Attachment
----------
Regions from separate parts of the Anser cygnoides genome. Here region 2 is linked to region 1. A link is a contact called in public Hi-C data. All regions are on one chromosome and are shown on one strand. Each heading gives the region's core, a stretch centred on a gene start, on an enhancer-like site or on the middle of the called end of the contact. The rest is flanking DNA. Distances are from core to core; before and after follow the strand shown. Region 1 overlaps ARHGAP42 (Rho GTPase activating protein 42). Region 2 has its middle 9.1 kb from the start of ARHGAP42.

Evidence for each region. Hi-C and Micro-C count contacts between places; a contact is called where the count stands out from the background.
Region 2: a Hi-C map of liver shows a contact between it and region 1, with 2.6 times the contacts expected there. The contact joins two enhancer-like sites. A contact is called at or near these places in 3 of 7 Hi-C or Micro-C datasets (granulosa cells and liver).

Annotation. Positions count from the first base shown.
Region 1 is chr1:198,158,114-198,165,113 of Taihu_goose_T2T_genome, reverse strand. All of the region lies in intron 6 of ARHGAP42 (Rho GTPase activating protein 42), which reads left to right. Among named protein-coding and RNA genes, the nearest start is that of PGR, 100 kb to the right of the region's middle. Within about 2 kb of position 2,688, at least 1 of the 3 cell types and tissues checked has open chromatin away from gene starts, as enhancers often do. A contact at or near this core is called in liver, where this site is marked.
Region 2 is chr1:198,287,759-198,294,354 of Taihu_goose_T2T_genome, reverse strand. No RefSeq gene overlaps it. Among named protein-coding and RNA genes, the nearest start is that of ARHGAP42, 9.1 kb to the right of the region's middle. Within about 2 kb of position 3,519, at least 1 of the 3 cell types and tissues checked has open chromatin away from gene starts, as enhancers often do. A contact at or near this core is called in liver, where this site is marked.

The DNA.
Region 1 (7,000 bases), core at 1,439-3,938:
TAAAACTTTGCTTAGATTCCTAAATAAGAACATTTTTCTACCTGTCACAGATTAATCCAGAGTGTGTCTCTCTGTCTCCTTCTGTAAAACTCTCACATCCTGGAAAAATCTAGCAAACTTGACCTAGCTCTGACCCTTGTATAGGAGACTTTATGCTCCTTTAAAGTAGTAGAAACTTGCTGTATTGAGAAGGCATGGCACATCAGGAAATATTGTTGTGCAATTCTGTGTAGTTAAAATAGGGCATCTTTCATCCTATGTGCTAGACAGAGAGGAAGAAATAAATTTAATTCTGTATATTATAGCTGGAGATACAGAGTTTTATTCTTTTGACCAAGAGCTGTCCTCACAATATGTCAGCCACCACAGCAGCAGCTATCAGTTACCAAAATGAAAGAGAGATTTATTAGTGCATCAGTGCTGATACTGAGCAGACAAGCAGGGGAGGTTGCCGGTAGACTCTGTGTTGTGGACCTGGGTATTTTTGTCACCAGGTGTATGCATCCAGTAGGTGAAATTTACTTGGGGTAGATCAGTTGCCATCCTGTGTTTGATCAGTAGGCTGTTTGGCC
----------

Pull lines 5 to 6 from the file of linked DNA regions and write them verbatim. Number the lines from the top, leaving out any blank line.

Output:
Region 1 is chr1:198,158,114-198,165,113 of Taihu_goose_T2T_genome, reverse strand. All of the region lies in intron 6 of ARHGAP42 (Rho GTPase activating protein 42), which reads left to right. Among named protein-coding and RNA genes, the nearest start is that of PGR, 100 kb to the right of the region's middle. Within about 2 kb of position 2,688, at least 1 of the 3 cell types and tissues checked has open chromatin away from gene starts, as enhancers often do. A contact at or near this core is called in liver, where this site is marked.
Region 2 is chr1:198,287,759-198,294,354 of Taihu_goose_T2T_genome, reverse strand. No RefSeq gene overlaps it. Among named protein-coding and RNA genes, the nearest start is that of ARHGAP42, 9.1 kb to the right of the region's middle. Within about 2 kb of position 3,519, at least 1 of the 3 cell types and tissues checked has open chromatin away from gene starts, as enhancers often do. A contact at or near this core is called in liver, where this site is marked.